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Landforms – Teacher Preparation

The Museum has developed several lessons for use in conjunction with its on-line Collections.

To The Educator: Teacher Preparation

Have examples of landscapes available to explore the following ideas about perspective and other techniques used in landscape painting. Try to identify the three parts of a landscape in each of the images.

There are often three parts to a landscape painting related to space:

The Foreground is the part of a landscape painting that appears nearest to the viewer. The Middle ground is the area in a landscape painting between the foreground and background. The Background is the area farthest away creating a sense of perspective or relative distance.

  • How do the colors change in the foreground verses the background?
  • How does the clarity of detail change?
  • How can you tell what appears closest to you in a painting?

Learner applies concept to a problem, question:

Landscape artists want the viewers of their paintings to feel as if they could walk in through their pictures and wander around. Landscape artists have to paint infinite space on a flat canvas! They have to make some things look really, really far away and some things look close up.

  • How do they do this?
  • How do they manage to make a two dimensional surface look 3D?
  • How do they create the illusion of space on a flat surface?
  • How would you solve this problem?

Explore these ideas:

One way to make a picture look like a real place is to use the “tricks” or tools of perspective.


In which of these paintings can you see the farthest? Why? Look at this painting by Carl Rungius, Bow Valley, and compare the size of the trees in the background, to trees in the foreground and how do their sizes relate to trees in real life?

Look out the window or go outdoors and see if you can compare the size of trees close up compared to trees far away.


Paint a landscape that looks like you could walk in and wander around. Use a photo or work from a sketch made on location. How can the illusion of space be created in your artwork? Consider using tricks such as change of size, position, overlapping.

Consider these questions:

  • What can be seen far, far away?
  • What does it look like way out there?
  • What is between here and there?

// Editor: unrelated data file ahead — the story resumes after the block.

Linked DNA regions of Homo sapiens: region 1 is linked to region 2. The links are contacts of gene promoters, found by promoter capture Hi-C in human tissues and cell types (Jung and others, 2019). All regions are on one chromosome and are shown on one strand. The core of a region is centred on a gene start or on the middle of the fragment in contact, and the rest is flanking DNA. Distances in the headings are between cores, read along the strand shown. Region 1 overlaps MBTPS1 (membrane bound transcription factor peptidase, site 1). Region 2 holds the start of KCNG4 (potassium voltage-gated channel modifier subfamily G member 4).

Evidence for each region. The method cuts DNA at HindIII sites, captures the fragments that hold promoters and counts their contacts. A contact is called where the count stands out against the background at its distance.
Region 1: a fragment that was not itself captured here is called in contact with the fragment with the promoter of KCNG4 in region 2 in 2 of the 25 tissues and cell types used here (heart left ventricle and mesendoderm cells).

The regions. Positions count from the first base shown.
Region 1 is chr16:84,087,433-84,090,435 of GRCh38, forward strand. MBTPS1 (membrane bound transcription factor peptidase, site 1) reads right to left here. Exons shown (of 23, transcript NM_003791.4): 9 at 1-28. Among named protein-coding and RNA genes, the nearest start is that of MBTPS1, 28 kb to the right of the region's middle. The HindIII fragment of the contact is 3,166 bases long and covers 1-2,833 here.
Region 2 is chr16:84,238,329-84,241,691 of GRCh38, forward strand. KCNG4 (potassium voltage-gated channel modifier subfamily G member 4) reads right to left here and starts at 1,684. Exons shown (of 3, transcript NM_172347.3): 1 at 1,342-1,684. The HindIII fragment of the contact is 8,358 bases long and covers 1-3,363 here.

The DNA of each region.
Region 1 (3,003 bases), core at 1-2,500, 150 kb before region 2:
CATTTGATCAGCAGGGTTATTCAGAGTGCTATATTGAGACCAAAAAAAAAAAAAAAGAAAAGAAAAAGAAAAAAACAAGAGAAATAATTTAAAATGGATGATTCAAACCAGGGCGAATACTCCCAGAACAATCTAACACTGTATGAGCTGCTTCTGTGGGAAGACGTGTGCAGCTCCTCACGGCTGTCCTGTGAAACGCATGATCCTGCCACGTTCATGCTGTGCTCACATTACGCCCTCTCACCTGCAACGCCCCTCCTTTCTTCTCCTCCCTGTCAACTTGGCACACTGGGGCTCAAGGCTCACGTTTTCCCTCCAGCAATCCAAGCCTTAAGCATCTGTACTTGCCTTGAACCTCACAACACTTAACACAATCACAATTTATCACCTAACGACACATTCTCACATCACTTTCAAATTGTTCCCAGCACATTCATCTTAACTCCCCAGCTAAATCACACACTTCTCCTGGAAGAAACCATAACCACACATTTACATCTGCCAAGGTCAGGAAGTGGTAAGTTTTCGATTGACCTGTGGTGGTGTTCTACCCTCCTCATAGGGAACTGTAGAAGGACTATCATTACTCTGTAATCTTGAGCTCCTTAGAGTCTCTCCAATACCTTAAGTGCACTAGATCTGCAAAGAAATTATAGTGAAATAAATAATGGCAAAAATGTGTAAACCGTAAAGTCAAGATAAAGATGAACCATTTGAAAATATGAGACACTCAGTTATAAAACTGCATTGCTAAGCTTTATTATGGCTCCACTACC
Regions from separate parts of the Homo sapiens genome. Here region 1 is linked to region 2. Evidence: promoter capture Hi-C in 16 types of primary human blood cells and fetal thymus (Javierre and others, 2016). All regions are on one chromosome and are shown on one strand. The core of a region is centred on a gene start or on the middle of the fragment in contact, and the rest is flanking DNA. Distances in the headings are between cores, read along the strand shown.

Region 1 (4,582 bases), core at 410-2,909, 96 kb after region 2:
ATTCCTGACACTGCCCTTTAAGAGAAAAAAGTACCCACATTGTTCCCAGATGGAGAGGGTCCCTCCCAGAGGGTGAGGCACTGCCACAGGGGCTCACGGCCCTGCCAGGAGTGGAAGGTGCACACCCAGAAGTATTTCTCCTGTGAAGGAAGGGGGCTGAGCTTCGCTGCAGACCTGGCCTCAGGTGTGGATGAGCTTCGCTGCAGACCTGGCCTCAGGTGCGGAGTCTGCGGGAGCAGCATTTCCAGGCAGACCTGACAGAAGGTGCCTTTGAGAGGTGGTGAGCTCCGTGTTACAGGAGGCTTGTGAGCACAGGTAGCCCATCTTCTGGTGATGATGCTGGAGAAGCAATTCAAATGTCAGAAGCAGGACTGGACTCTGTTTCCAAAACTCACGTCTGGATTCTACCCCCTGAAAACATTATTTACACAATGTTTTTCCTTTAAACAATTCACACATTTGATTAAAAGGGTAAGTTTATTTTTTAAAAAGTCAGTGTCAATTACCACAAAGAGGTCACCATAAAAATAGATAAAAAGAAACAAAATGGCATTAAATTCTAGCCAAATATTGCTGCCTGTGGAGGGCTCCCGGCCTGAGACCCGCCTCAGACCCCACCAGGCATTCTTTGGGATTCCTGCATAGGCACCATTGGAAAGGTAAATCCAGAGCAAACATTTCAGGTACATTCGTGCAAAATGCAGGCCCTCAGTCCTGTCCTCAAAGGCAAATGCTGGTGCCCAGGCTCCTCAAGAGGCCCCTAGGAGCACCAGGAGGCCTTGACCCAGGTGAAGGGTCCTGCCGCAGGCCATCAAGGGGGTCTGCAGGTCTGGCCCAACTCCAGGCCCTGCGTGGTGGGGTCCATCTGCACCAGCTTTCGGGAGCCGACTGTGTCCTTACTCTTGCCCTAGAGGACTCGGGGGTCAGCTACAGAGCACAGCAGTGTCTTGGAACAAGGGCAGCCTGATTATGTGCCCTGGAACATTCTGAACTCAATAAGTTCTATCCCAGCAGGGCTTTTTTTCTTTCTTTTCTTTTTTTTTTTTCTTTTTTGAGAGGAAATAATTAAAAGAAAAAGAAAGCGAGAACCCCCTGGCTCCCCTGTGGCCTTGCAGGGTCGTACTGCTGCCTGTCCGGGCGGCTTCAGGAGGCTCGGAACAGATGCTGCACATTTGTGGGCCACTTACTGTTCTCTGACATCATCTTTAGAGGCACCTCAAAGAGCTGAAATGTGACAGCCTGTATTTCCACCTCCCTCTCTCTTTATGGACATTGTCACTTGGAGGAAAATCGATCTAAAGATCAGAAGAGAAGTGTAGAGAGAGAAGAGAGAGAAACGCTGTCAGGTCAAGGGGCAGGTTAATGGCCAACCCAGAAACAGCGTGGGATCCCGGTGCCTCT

• What would your friend look like way out there?
  • What would she/he look like way up here?

Note to teacher:

It may be helpful to explore these ideas outside or in the gym where students can compare relative sizes in deep space. Choose three students of relatively the same height to stand at a close distance, medium distance, far distance. Close one eye and measure their apparent heights.


Ask students to identify parts of a landscape (foreground, middle ground, and background)

Observe student artwork to determine if they understand the size relationship in the realistic depiction of space. What other tools of perspective have they utilized?


Create an expressive landscape describing how you feel about human impacts on the land.
Write a story or poem of your experience of a favorite landscape painting or outside location.

Here is an example of a poem written by the landscape artist Reuben Tam (1916-1991)Among Mountains Ultimate in a serrate sky, In a balance of ice planes and peaks, The range of white mountains shone, Signed in parallels for my landscape. But place fell into shields, scattering Contours on an undivided plain. A glacier turned the ridges around, Against the heave of a warm time.  And night was groundwater seeping Through labyrinths in rock. Terrain Was the stay of sediment After each passing anarchy.  Stones of the moraine, what terminal? Crack of quartz, facet of which dark?  Taut at my step, the fault . Staggers this day I’ve walked into.

From A Sense of Place – The Artist and the American Landscape by Alan Gussow (New York: Island Press, 1969.)

Additional Resources

Landforms – Lessons

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